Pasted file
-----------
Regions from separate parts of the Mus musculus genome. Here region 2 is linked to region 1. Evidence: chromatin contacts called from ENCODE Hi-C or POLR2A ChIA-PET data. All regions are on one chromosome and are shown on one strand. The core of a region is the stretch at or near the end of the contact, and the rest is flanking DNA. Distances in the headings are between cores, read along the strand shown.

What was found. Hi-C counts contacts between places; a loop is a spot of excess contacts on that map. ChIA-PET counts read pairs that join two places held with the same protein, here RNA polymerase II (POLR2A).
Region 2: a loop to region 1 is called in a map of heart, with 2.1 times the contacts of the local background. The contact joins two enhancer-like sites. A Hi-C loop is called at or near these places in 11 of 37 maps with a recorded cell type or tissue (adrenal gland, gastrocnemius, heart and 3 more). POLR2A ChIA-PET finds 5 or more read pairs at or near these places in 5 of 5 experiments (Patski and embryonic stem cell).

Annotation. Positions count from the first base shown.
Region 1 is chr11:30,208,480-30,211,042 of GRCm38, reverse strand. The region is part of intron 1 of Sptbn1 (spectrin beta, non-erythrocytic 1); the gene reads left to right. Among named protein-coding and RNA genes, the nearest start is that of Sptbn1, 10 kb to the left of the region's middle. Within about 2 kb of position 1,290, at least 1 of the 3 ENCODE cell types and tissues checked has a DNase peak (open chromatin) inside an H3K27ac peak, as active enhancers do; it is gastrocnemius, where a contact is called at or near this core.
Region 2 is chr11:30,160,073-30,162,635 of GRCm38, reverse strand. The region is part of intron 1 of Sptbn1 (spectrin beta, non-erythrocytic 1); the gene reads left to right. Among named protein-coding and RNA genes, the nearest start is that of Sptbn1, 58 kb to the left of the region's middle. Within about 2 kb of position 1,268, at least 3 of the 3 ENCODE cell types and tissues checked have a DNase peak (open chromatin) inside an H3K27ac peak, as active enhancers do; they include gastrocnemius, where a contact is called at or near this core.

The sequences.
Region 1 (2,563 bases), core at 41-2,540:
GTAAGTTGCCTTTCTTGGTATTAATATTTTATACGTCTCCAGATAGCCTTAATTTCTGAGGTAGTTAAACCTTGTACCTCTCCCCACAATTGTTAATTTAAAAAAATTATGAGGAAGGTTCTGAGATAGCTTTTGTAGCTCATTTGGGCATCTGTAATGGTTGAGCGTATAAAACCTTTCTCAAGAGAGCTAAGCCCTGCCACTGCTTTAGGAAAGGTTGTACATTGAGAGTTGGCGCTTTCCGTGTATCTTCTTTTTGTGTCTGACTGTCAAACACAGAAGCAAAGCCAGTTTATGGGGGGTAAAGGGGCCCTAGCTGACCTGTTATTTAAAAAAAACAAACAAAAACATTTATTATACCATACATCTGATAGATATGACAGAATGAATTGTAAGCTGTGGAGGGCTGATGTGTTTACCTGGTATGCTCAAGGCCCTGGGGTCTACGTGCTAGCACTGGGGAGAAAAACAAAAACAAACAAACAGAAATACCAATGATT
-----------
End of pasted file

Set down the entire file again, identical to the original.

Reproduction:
Regions from separate parts of the Mus musculus genome. Here region 2 is linked to region 1. Evidence: chromatin contacts called from ENCODE Hi-C or POLR2A ChIA-PET data. All regions are on one chromosome and are shown on one strand. The core of a region is the stretch at or near the end of the contact, and the rest is flanking DNA. Distances in the headings are between cores, read along the strand shown.

What was found. Hi-C counts contacts between places; a loop is a spot of excess contacts on that map. ChIA-PET counts read pairs that join two places held with the same protein, here RNA polymerase II (POLR2A).
Region 2: a loop to region 1 is called in a map of heart, with 2.1 times the contacts of the local background. The contact joins two enhancer-like sites. A Hi-C loop is called at or near these places in 11 of 37 maps with a recorded cell type or tissue (adrenal gland, gastrocnemius, heart and 3 more). POLR2A ChIA-PET finds 5 or more read pairs at or near these places in 5 of 5 experiments (Patski and embryonic stem cell).

Annotation. Positions count from the first base shown.
Region 1 is chr11:30,208,480-30,211,042 of GRCm38, reverse strand. The region is part of intron 1 of Sptbn1 (spectrin beta, non-erythrocytic 1); the gene reads left to right. Among named protein-coding and RNA genes, the nearest start is that of Sptbn1, 10 kb to the left of the region's middle. Within about 2 kb of position 1,290, at least 1 of the 3 ENCODE cell types and tissues checked has a DNase peak (open chromatin) inside an H3K27ac peak, as active enhancers do; it is gastrocnemius, where a contact is called at or near this core.
Region 2 is chr11:30,160,073-30,162,635 of GRCm38, reverse strand. The region is part of intron 1 of Sptbn1 (spectrin beta, non-erythrocytic 1); the gene reads left to right. Among named protein-coding and RNA genes, the nearest start is that of Sptbn1, 58 kb to the left of the region's middle. Within about 2 kb of position 1,268, at least 3 of the 3 ENCODE cell types and tissues checked have a DNase peak (open chromatin) inside an H3K27ac peak, as active enhancers do; they include gastrocnemius, where a contact is called at or near this core.

The sequences.
Region 1 (2,563 bases), core at 41-2,540:
GTAAGTTGCCTTTCTTGGTATTAATATTTTATACGTCTCCAGATAGCCTTAATTTCTGAGGTAGTTAAACCTTGTACCTCTCCCCACAATTGTTAATTTAAAAAAATTATGAGGAAGGTTCTGAGATAGCTTTTGTAGCTCATTTGGGCATCTGTAATGGTTGAGCGTATAAAACCTTTCTCAAGAGAGCTAAGCCCTGCCACTGCTTTAGGAAAGGTTGTACATTGAGAGTTGGCGCTTTCCGTGTATCTTCTTTTTGTGTCTGACTGTCAAACACAGAAGCAAAGCCAGTTTATGGGGGGTAAAGGGGCCCTAGCTGACCTGTTATTTAAAAAAAACAAACAAAAACATTTATTATACCATACATCTGATAGATATGACAGAATGAATTGTAAGCTGTGGAGGGCTGATGTGTTTACCTGGTATGCTCAAGGCCCTGGGGTCTACGTGCTAGCACTGGGGAGAAAAACAAAAACAAACAAACAGAAATACCAATGATT